Being a genre chameleon helps you break out of unhelpful patterns in your thinking and gives you permission to try new things. You may also find that you come up with some useful passages that you can put into your piece. Even a line or two of description that you wouldn’t otherwise have thought of makes this exercise worthwhile.
4. Take a Break
There’s a lot of advice out there about writing through the pain. You know the drill: all those people who say there’s no such thing as writer’s block if you just keep writing. If that sounds sadistic, well … it is.
There’s actually a decent amount of research that suggests breaks are important for creative work, reducing decision fatigue and allowing space for inspiration and problem solving. The best breaks are about 20 to 30 minutes long and get you away from your computer and out into nature. So take a walk, take a nap or have a healthy snack. When you come back, you may find that your brain has worked out a thorny issue while you were away from your desk.
5. Find Readers You Trust
A parent or a spouse isn’t the best person to turn to when it comes to getting honest opinions of your work. Friends and family may not approach your writing with a critical eye — or if they do, it can end up being unexpectedly painful. Let your loved ones be your champions, not your editors.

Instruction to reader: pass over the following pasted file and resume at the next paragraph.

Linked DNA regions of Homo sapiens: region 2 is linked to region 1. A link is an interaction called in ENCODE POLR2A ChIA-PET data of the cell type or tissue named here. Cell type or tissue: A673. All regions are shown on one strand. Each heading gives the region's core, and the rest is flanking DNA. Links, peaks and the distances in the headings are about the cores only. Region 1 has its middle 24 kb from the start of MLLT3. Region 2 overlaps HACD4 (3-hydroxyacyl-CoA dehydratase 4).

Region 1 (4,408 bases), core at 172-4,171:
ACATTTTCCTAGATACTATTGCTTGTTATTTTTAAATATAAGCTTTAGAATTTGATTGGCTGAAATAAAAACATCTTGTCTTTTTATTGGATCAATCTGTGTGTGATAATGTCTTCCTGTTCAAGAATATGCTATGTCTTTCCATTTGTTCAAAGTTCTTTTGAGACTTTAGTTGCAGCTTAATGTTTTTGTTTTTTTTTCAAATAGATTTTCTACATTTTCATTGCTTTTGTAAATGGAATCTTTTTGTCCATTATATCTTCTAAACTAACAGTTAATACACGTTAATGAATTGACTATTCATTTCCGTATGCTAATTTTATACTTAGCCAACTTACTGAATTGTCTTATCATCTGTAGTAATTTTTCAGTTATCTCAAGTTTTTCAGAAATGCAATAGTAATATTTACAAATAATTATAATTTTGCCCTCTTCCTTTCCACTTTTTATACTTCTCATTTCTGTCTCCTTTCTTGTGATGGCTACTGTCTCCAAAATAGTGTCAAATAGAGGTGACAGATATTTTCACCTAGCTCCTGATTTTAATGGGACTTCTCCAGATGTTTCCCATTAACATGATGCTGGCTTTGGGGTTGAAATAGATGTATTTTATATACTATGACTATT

Instead, consider joining a writer’s workshop or creative writing 101 class to get constructive criticism from your peers. You may find a casual group through your local library or community college, or you can try an online writing workshop. Even english literature or non-fiction writing classes will throw you together with people who can offer advice! Don’t be afraid to test drive a bunch of options until you find one that works for you. It may take a while, but you’ll know it when you’ve found your people.
6. Double up as an Editor to Trick Yourself into Being a Better Writer
When you’ve spent weeks, months or even years up to your eyeballs in your work, it’s nearly impossible to catch errors or goofy typos when you skim it for the zillionth time. To get your work ready to present to readers, you’ll need to look at it with fresh eyes. You can trick yourself into approaching your work from a new perspective by making it look different on the page.
To do this, try changing the font on the whole piece to something a little quirky — perhaps a handwriting-inspired font that will make it just a little bit harder to read. Then bump up the font size to 18 or 20, which will completely change where the words are located on the page. This should be enough to force you to slow down and read the piece as if for the first time — and that means you’ll definitely catch some errors that had slipped through the cracks.
Remember – the best writing tips are the ones that work for you!
Search for techniques that you think make you a better writer, keep an open mind to try new things, but don’t be afraid to let go of any exercises or advice that no longer serve you. When you trust yourself, you’ll always do your best work.
Musings and updates from the content management team at Clippings.me.